Knowing what to expect and acting accordingly can go a long way toward successfully navigating many situations.
For example, retailers that take the time to understand customer demand and preferences are more likely to have the right amount of the right products on their shelves. Those that don’t may order stuff buyers don’t want, run out of hot-selling goods, and they lose sales and frustrate shoppers in the process.
Likewise, public officials and residents that pay attention to weather forecasts and prepare for likely outcomes can send alerts, evacuate if appropriate, make sure they have needed food and supplies on hand, and take other measures to avoid or ride out a storm.
Knowing what to expect based on relevant available data can also be very beneficial in the call center. It can help these customer facing-operations make sure it has the appropriate number of workers with the right skillsets to answer calls, emails, and other communications, and to respond to social media comments. But the ability to use data – and artificial intelligence- or machine learning-powered analytics to make sense of it – can yield more than just efficiency gains. It can also allow call centers to close more business, keep more customers, and upsell and cross-sell products and services.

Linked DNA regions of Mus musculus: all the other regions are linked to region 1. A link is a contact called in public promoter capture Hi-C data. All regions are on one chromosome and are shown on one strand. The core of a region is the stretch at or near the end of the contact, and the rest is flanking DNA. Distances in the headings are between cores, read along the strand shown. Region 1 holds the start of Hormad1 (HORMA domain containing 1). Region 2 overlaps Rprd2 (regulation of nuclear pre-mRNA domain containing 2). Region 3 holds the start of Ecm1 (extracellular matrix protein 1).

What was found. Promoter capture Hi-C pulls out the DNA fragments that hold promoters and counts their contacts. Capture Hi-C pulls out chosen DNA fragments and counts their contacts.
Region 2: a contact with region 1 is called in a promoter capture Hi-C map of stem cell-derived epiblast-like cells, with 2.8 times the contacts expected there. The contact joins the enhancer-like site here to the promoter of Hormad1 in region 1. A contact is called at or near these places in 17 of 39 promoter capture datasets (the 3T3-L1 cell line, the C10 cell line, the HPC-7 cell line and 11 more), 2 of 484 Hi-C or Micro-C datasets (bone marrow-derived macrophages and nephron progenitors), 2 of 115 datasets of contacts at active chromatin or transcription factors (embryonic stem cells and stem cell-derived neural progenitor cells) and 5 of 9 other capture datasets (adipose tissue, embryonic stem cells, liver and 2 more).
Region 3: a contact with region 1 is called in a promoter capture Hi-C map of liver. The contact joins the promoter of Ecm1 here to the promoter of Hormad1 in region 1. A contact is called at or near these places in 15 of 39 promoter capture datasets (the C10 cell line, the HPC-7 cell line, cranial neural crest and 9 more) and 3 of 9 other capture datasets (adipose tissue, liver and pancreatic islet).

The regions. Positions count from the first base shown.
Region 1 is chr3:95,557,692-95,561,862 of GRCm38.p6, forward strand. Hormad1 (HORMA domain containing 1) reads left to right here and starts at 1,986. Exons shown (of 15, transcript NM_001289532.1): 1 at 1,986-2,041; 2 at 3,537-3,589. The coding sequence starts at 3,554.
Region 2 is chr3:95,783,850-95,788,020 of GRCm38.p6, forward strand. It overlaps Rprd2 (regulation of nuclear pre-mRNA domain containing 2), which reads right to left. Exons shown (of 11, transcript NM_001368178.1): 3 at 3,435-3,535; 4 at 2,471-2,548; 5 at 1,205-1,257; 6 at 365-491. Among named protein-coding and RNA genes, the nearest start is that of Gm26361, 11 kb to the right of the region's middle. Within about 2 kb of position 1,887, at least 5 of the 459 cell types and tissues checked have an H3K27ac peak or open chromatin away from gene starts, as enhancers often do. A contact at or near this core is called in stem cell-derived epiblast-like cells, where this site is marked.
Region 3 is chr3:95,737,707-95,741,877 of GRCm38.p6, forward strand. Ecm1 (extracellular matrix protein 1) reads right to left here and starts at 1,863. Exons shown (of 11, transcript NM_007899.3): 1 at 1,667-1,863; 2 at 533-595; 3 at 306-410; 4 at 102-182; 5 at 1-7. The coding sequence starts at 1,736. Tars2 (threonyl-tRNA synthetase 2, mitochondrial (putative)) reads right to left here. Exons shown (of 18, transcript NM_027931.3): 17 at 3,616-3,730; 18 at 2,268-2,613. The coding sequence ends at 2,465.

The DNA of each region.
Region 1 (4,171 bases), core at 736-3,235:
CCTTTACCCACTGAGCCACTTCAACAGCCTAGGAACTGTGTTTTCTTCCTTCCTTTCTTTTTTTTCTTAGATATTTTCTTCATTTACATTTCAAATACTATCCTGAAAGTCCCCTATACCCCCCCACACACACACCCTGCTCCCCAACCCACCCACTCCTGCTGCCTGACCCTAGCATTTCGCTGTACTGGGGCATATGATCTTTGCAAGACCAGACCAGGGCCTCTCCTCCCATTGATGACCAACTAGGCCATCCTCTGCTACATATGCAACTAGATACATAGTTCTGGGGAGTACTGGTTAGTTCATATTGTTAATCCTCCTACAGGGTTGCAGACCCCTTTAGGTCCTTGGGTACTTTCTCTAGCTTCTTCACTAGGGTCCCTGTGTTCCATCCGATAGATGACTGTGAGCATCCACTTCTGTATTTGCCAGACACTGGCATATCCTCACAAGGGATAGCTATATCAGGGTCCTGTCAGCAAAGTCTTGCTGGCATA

For example, automated technology can listen for specific words, phrases, silences, and sentiment to predict which customers are likely to churn (“I’m so upset.”), need specific additional solutions (“I also need…”), or be willing to partner with you promote your offerings to others (“This product is really great.”).
Beyond creating savings, driving new revenues, onboarding influencers, and stemming churn, predictive call center capabilities can also come into play to prevent fraud. Various behaviors, speech patterns, and words are indicative of fraudulent behavior, and call center technology like speech analytics and voice biometrics can be used to flag such scenarios.